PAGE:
The Atlantic Declaration Action Plan (ADAPT): Artificial Intelligence and data bridge
Published 22 June 2023
- The UK Government has been striving to navigate a distinct regulatory digital regime away from the EU’s precautionary thinking, and in some areas, the UK already has regulatory convergence with the US.
- The UK Government has indicated a ‘light-touch and pro-innovation’ regulatory regime for the digital economy while declaring support for the highest levels of privacy, patient safety and responsible use of data in the health system objectives which are contradictory and difficult to reconcile.
- The Declaration stressed a ‘comprehensive approach’ to Artificial Intelligence (AI) risks and opportunities, and that comprehensive engagement with stakeholders including companies, research, civil society, and allies and partners, is essential for responsible AI innovation. However, so far, the inclusion of civil society, users of technologies and consumers in the setting of laws and standards has not been satisfactory.
- The Declaration includes establishing a US-UK Data Bridge to facilitate data flows but it is unclear how the UK will deal with the tensions between privacy, state surveillance and the economic need for data flows.
- Opening a ‘data bridge’ with the US without addressing the issues that block EU transfers could jeopardise data flows with the EU.
- With decisions on whether to transfer data to another country now made by ministers through secondary legislation, if the Data Protection and Digital Information Bill (No.2) goes ahead, the lower criteria could be used to create ‘data bridges’ to jurisdictions that may not be permitted under current requirements.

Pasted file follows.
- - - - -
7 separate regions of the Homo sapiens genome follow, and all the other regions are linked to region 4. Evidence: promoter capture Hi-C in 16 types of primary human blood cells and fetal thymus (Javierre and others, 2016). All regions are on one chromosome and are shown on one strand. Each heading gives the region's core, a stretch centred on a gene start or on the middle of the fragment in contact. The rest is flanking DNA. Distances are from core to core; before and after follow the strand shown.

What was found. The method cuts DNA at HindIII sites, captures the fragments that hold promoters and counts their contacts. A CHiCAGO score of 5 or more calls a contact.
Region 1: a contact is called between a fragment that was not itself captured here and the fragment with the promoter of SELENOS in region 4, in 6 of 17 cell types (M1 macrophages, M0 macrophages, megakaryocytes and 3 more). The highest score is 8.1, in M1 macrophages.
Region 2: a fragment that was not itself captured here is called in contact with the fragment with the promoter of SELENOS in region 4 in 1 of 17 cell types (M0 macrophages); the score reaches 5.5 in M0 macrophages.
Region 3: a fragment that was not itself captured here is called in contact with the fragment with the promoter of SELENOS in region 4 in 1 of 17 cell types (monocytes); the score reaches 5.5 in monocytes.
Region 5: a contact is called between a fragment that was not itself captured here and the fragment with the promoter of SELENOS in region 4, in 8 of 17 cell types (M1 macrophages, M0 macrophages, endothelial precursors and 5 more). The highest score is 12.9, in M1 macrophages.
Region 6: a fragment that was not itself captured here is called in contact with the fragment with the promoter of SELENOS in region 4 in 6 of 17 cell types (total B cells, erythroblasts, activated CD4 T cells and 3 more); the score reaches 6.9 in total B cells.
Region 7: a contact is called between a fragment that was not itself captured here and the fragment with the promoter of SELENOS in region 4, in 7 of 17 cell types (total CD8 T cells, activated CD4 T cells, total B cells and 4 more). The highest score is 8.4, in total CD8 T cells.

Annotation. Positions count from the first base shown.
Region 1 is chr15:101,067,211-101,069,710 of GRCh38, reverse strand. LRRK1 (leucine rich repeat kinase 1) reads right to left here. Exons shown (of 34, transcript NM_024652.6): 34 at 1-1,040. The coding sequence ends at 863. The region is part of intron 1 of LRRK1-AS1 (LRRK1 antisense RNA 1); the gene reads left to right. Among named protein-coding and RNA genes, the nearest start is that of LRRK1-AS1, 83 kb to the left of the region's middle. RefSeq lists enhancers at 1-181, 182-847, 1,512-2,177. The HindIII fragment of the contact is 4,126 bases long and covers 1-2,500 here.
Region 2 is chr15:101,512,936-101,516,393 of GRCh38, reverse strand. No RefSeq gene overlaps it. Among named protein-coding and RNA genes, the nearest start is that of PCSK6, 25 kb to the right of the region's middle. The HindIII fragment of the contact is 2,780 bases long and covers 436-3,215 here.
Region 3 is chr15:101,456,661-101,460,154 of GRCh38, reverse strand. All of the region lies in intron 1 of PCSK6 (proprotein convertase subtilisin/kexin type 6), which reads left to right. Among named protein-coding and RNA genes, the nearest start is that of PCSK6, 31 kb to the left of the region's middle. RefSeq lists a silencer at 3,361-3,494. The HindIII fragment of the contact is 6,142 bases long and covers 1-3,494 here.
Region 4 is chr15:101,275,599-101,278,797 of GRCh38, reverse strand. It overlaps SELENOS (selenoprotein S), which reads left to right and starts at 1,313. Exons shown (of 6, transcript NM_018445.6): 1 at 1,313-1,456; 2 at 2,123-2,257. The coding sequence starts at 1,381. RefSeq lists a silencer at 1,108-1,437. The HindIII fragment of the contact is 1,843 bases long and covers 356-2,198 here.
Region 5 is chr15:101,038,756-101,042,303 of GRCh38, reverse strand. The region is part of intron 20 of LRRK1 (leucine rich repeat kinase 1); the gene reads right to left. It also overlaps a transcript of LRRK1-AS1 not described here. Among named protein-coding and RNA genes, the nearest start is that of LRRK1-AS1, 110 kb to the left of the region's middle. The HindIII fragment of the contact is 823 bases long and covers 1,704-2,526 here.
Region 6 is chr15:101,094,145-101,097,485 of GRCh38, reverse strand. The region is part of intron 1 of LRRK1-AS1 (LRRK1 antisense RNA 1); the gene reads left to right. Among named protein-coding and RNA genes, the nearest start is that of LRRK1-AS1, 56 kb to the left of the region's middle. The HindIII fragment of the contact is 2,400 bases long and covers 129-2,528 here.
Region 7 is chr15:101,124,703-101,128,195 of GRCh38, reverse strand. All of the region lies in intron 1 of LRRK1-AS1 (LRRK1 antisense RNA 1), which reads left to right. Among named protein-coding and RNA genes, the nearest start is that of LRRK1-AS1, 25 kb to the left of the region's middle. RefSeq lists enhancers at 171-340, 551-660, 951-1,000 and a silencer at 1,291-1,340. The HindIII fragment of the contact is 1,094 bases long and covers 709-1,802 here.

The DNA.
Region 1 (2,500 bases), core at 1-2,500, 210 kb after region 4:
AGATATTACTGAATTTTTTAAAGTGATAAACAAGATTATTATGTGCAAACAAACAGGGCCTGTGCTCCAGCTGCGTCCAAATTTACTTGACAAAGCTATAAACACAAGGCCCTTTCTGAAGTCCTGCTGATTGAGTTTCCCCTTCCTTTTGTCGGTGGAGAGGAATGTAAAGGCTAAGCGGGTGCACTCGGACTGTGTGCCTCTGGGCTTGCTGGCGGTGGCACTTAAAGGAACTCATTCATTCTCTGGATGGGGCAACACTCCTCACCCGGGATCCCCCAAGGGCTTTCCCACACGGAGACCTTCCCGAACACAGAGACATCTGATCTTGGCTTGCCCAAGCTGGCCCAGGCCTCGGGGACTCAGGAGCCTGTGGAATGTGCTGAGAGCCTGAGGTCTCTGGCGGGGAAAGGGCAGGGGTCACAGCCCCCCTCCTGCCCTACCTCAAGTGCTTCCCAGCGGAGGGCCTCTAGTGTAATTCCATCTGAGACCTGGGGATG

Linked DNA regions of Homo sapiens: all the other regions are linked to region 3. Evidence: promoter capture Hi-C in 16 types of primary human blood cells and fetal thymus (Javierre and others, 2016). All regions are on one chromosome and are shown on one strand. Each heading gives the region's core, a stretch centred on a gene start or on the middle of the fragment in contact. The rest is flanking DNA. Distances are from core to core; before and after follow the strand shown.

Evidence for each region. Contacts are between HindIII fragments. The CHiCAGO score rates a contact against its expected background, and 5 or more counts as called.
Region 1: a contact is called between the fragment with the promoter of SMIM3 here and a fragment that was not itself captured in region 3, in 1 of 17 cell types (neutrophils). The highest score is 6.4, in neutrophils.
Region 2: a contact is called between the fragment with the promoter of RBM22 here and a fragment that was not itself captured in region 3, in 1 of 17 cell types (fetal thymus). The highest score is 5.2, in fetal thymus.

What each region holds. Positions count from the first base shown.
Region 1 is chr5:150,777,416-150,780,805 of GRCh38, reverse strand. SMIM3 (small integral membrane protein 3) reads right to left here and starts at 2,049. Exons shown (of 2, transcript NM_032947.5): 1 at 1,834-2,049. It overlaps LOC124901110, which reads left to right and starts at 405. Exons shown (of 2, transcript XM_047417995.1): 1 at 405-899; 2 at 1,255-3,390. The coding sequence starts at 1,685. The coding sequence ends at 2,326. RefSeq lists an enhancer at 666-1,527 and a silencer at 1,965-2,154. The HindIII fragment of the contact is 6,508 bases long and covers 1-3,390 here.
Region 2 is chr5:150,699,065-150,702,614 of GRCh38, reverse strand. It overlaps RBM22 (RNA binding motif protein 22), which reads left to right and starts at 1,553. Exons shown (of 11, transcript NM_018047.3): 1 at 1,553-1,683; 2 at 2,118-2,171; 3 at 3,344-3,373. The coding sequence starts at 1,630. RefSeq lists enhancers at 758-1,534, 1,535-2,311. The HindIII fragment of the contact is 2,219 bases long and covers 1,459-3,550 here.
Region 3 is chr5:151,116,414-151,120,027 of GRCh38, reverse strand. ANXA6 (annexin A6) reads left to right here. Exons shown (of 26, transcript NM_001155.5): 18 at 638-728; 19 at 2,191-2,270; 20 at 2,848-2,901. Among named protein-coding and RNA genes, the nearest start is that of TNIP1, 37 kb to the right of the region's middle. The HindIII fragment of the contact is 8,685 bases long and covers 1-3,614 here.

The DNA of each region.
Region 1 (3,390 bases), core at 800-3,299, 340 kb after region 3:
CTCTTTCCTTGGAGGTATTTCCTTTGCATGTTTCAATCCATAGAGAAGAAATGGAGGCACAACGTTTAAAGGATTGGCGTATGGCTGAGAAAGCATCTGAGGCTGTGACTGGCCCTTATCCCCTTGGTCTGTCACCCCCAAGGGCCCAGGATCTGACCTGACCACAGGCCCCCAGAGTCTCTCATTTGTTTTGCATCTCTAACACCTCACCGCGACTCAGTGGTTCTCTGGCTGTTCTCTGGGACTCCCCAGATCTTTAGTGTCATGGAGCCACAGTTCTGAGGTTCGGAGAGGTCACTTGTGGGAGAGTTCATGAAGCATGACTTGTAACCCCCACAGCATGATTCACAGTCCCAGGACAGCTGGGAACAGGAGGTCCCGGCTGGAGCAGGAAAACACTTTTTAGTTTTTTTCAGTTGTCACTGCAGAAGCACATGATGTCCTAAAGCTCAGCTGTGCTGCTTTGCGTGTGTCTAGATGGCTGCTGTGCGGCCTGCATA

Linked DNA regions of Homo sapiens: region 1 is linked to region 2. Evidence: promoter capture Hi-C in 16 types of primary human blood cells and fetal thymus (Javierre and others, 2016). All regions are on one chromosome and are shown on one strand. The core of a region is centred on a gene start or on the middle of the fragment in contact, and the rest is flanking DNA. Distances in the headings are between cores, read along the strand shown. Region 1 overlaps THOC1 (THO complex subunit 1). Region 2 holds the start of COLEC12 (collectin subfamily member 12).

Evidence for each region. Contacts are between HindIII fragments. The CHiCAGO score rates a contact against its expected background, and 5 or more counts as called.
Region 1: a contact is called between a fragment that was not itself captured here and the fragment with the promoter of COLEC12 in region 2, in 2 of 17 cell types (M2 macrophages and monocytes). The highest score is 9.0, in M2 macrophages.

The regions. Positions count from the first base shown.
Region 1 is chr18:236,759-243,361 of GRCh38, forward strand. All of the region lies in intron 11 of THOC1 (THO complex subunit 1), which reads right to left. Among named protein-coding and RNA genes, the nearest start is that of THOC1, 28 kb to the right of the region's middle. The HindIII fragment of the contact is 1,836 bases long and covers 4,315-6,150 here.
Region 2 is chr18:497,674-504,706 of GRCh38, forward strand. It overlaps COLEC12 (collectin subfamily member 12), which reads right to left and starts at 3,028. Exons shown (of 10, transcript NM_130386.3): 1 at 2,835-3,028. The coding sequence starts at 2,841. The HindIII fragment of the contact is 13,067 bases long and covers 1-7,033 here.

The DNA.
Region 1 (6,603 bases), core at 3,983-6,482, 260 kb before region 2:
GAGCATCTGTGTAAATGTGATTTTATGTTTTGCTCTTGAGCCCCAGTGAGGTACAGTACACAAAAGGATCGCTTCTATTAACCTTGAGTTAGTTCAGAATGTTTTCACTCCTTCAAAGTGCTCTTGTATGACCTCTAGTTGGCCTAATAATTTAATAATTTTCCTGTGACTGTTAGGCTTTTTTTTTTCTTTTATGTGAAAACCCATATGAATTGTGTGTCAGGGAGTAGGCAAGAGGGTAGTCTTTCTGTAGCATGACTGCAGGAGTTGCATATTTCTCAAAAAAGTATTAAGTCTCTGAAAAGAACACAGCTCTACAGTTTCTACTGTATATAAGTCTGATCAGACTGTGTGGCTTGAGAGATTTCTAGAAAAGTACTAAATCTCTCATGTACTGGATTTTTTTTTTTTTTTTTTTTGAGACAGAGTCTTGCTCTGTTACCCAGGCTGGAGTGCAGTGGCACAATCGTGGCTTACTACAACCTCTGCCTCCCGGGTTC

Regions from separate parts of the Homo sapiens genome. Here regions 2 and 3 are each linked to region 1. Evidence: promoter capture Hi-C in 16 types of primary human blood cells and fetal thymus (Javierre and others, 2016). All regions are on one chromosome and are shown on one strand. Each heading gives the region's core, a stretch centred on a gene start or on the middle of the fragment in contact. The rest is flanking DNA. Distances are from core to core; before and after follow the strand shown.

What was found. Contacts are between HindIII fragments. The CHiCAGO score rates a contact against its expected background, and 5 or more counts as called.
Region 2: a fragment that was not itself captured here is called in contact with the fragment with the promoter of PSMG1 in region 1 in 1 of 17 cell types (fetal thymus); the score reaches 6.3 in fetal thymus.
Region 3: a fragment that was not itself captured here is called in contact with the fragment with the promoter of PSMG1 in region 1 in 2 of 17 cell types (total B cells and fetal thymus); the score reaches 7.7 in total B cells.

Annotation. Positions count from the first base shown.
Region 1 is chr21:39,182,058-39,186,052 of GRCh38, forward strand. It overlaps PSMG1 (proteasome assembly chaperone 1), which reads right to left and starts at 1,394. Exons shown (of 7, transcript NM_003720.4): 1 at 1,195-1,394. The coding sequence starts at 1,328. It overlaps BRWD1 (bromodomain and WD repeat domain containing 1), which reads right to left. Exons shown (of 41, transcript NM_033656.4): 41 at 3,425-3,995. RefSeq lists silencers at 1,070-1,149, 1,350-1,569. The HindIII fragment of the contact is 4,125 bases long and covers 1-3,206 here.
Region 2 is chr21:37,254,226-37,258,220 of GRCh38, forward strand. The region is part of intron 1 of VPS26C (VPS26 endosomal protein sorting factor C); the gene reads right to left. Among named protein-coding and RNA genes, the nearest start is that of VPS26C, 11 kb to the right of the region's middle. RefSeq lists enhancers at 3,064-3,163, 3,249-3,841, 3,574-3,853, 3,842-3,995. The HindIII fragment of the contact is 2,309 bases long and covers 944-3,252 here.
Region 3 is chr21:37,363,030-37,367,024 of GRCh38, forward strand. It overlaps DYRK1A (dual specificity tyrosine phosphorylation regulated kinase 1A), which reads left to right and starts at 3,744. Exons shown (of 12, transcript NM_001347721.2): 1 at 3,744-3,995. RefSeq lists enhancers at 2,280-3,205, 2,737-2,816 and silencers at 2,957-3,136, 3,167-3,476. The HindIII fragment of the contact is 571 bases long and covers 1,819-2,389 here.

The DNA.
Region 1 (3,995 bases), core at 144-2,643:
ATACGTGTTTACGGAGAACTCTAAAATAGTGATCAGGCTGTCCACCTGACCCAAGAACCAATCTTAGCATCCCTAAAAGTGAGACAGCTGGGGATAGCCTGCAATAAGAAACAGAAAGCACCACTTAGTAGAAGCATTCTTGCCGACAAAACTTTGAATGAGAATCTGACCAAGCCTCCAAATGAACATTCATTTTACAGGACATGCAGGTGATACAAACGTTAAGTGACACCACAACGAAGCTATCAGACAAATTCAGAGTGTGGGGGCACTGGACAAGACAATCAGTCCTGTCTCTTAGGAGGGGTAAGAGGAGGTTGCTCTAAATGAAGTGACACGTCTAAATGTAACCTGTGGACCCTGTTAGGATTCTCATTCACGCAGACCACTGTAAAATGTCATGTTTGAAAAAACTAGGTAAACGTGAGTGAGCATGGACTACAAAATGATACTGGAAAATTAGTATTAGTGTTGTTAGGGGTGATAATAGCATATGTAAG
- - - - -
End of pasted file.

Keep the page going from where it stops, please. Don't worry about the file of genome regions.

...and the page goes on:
- The Declaration also promises that the UK and US will coordinate to further promote trust in the digital economy, including through support for the Global Cross-Border Privacy Rules, but this certification provides a lower level of consumer guarantees than the current GDPR-based UK framework and is expensive and time consuming when compared to adequacy, particularly for Small and Medium-sized Enterprises.
In recent years, in pursuing aims of market competitiveness, risk management, and national security, countries have been adopting national strategies for ‘critical technologies’, such as artificial intelligence (AI), semiconductor chips, and quantum computing. Asserting digital sovereignty has been the primary goal in the national AI regulation and governance agenda. States have been developing their AI strategies for their industry’s competitive advantage in the global supply chain. However, divergence in national or regional AI regulations leads to ‘digital fragmentation’ which poses challenges to interoperability (the ability of computer systems or software to exchange and make use of information) and free data flow that is critical for digital innovation.
To redress the fragmentation problem, governments have been working with like-minded countries and entering regional or bilateral trade agreements for technological alliance. For example, the Atlantic Declaration Action Plan (ADAPT): A twenty-first century US-UK Economic Partnership, jointly announced by the UK and US governments on 8th June 2023, strengthens their partnership in leading critical technology innovation. This post will focus on two aspects of digital collaboration mentioned in the Atlantic Declaration: Artificial Intelligence (AI) and data bridge.
After leaving the EU, the UK Government has been striving to navigate a distinct regulatory regime moving away from the EU’s precautionary thinking towards a ‘pro-innovation approach’, aiming at providing the highest levels of privacy, patient safety and responsible use of data in the health system. However, many of these objectives are contradictory and difficult to reconcile. EU technology sovereignty concerns interests of fundamental importance: including the safety of the economy and society, public and national security and the protection of European values and rights, as seen in the proposed EU AI Act. In diverging from the EU regulatory regime, the UK’s pro-innovation approach is gradually approximating to the US model. We can see aspects of regulatory alignment with the US in the case of AI Machine Learning-enabled medical devices.